So if one visitor spends one minute on the page and then goes to a second page on the site tracked with GA, then a second visitor views only one page, and thus is given "no time" on the site, I am FAIRLY sure that the time on site for that page would be one minute (and not 30 seconds).
Hope I am right about this.
| 7:27 am on Jan 8, 2012 (gmt 0)|
|As for Google analytics, it can only measure time between first page and last page. If a user only views one page, the analytics see that as "no time", even if the user spend 10 minutes on that one page. |
In the new(ish) google analytics 'real time' feature it looks to me as if they are measuring quite accurately both arrival on the page and time spent on the page as well as subsequent activity on the site i.e. recording how long someone stays on a page within the site, whether they are looking at just one page or looking at several.
Is that not the case?
| 8:28 am on Jan 8, 2012 (gmt 0)|
|I think the search engines tend to look only at bounces that go back to the SERP within a handful of seconds and then make another choice from the same result set. That is sometimes called a "fast click". And even then, we still have a relatively noisy signal. |
For certain kinds of non-SEO research, I will often go down a serps page looking at several results. These in fact aren't pages I dislike... they're just the ones that initially attracted me the most... and going back to the serps can mean that I'm following up leads and learning as I go. Perhaps I've even picked up enough additional information to refine my search further.
But this isn't necessarily a problem with the pages... it can reflect the limitations of my knowledge when I started the search
I'm a little concerned when I see the "do you want to block all results from example.com" message when I do this. Makes me worry that I might be hurting perfectly good sites. I assume that Google is aware just how noisy this signal can be for certain searches, but one never knows.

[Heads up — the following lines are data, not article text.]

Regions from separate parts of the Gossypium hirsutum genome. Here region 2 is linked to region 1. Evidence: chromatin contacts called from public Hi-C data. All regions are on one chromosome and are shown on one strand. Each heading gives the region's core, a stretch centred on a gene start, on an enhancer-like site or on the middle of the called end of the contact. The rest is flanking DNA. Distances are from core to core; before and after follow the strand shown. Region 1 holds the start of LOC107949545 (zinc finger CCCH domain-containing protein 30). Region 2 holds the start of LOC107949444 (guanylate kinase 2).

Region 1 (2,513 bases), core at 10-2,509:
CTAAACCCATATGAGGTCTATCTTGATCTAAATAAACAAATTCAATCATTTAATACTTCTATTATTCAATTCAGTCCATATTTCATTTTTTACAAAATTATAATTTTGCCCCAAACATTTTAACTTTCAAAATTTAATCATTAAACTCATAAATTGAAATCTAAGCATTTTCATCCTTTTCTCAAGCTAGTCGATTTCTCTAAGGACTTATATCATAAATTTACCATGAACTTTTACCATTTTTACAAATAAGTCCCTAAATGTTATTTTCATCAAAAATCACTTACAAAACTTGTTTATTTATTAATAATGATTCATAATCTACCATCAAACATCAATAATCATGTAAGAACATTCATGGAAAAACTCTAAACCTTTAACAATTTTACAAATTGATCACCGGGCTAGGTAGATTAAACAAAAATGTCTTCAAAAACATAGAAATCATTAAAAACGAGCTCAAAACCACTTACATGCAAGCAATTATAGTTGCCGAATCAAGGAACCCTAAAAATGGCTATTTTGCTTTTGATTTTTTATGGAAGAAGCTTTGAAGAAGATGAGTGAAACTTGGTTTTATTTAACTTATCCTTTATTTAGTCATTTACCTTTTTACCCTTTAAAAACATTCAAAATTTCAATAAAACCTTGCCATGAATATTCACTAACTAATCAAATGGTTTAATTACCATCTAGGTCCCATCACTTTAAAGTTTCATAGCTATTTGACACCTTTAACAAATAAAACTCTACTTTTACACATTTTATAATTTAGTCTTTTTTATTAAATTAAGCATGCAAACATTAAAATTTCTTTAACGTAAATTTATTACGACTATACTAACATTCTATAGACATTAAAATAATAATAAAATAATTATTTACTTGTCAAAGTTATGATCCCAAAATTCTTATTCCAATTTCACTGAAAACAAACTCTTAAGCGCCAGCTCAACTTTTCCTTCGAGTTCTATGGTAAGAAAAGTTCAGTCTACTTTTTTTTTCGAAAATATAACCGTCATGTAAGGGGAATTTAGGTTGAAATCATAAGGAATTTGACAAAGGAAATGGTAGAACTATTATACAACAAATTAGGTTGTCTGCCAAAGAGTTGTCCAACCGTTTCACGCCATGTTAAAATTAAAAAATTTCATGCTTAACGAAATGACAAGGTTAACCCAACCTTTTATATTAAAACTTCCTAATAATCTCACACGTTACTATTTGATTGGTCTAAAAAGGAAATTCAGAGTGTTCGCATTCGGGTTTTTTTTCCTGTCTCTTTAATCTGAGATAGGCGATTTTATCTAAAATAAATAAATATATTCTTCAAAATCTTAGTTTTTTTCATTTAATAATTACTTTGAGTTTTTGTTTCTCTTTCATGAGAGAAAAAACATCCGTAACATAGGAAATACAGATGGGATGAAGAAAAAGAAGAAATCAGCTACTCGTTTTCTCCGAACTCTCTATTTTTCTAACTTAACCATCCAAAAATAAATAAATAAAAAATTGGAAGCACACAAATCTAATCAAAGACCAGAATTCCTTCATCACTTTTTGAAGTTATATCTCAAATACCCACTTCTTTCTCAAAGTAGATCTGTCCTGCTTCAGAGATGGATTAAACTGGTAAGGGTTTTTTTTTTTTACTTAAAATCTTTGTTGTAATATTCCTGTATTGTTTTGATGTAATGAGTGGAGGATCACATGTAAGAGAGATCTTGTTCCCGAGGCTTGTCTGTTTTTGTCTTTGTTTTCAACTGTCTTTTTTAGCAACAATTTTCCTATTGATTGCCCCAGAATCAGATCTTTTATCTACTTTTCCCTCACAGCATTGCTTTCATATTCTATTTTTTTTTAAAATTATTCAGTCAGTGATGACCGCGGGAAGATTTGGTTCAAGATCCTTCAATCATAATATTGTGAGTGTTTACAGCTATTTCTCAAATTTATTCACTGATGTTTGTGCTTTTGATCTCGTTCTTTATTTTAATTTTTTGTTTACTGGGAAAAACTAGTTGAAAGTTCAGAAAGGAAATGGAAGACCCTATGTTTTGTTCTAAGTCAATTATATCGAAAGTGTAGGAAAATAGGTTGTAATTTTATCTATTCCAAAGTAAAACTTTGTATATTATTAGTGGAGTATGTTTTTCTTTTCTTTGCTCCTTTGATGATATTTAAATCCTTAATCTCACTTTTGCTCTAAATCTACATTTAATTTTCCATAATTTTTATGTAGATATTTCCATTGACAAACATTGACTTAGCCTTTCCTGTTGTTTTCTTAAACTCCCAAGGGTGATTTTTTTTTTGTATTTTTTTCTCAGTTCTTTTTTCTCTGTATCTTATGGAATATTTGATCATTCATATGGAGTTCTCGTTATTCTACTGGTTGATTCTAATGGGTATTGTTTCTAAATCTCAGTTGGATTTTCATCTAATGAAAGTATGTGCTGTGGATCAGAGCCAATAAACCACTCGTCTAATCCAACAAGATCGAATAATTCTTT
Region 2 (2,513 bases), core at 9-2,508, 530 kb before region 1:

| 9:40 am on Jan 8, 2012 (gmt 0)|
I think you only have to worry about BR or TOP when it's extremely bad. I believe that's the only time Google would take it as a valid signal. When a signal is inherently noisy, it only makes sense to value it when it's so extreme it's not that noisy.
Your site: BR - 95%
Your competitor's site - 10%
P.S. If you want to check your competitors' bounce rate go to Alexa.
| 3:17 pm on Jan 8, 2012 (gmt 0)|
I would agree with @potentialgeek. Google will only probably look intently at these metrics when theu are very different to your competitiors in the SERPs. Rather than these metrics you need to be looking at what it is you want guests to achieve on your pages. As @deadsea mentions, it might be that if your guest can be satified in one page you will get 100% bounce rate, however if you are running ecommerce templates you need multiple pages and eventually a purchase to satify.
I would also (personally - Im sure some people will disagree!) recommend not using a many templates in a test. I find it much more useful to conduct smaller tests, but many many more of them. This way you can get specific information about what guests find helpful or what increased conversion etc and then add these learnings to the next test. Complex test can run the risk over complicating the learning and present false informtion back.
| 5:53 pm on Jan 8, 2012 (gmt 0)|
I wouldn't be surprised if the vertical you are in makes a difference. Looking at the "average" for that vertical and seeing how you compare carries some logic to it IMO. A 5 second bounce might turn out to be better than 75% of the sites in that sector for that term...trouble is you'll never know.
For example, in a lot of verticals, a quick scan of the pictures are enough to make a decision and that can be almost instant. Doesn't mean the quality of information is poor though.
Additionally, G might factor in information on the user and their general trends or even whether the search term included your brand which has to be a good sign.